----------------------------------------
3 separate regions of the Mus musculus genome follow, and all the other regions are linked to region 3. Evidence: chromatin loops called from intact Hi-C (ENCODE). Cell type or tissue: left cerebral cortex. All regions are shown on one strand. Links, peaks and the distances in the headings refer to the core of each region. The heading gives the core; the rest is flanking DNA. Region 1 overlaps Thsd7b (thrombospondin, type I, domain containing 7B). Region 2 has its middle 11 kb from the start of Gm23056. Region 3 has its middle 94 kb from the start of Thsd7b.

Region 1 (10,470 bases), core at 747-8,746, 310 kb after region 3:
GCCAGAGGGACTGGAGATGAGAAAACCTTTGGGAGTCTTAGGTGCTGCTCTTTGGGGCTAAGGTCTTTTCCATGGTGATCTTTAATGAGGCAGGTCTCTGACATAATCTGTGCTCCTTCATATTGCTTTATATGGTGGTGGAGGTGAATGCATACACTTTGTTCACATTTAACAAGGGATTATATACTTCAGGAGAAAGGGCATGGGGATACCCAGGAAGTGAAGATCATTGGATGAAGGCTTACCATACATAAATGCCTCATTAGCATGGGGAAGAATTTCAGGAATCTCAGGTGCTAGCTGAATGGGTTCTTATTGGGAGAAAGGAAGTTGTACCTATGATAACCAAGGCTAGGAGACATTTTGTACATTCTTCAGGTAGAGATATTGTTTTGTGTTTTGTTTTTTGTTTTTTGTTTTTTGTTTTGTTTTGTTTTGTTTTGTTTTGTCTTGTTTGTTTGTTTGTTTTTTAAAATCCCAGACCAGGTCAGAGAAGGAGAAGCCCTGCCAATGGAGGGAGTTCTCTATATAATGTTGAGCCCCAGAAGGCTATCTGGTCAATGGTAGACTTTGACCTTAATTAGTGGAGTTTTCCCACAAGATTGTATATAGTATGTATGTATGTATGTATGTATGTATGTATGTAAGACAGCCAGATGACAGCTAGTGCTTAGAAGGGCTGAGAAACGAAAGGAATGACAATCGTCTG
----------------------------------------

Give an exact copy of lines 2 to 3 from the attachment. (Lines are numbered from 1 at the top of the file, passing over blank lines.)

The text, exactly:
Region 1 (10,470 bases), core at 747-8,746, 310 kb after region 3:
GCCAGAGGGACTGGAGATGAGAAAACCTTTGGGAGTCTTAGGTGCTGCTCTTTGGGGCTAAGGTCTTTTCCATGGTGATCTTTAATGAGGCAGGTCTCTGACATAATCTGTGCTCCTTCATATTGCTTTATATGGTGGTGGAGGTGAATGCATACACTTTGTTCACATTTAACAAGGGATTATATACTTCAGGAGAAAGGGCATGGGGATACCCAGGAAGTGAAGATCATTGGATGAAGGCTTACCATACATAAATGCCTCATTAGCATGGGGAAGAATTTCAGGAATCTCAGGTGCTAGCTGAATGGGTTCTTATTGGGAGAAAGGAAGTTGTACCTATGATAACCAAGGCTAGGAGACATTTTGTACATTCTTCAGGTAGAGATATTGTTTTGTGTTTTGTTTTTTGTTTTTTGTTTTTTGTTTTGTTTTGTTTTGTTTTGTTTTGTCTTGTTTGTTTGTTTGTTTTTTAAAATCCCAGACCAGGTCAGAGAAGGAGAAGCCCTGCCAATGGAGGGAGTTCTCTATATAATGTTGAGCCCCAGAAGGCTATCTGGTCAATGGTAGACTTTGACCTTAATTAGTGGAGTTTTCCCACAAGATTGTATATAGTATGTATGTATGTATGTATGTATGTATGTATGTAAGACAGCCAGATGACAGCTAGTGCTTAGAAGGGCTGAGAAACGAAAGGAATGACAATCGTCTG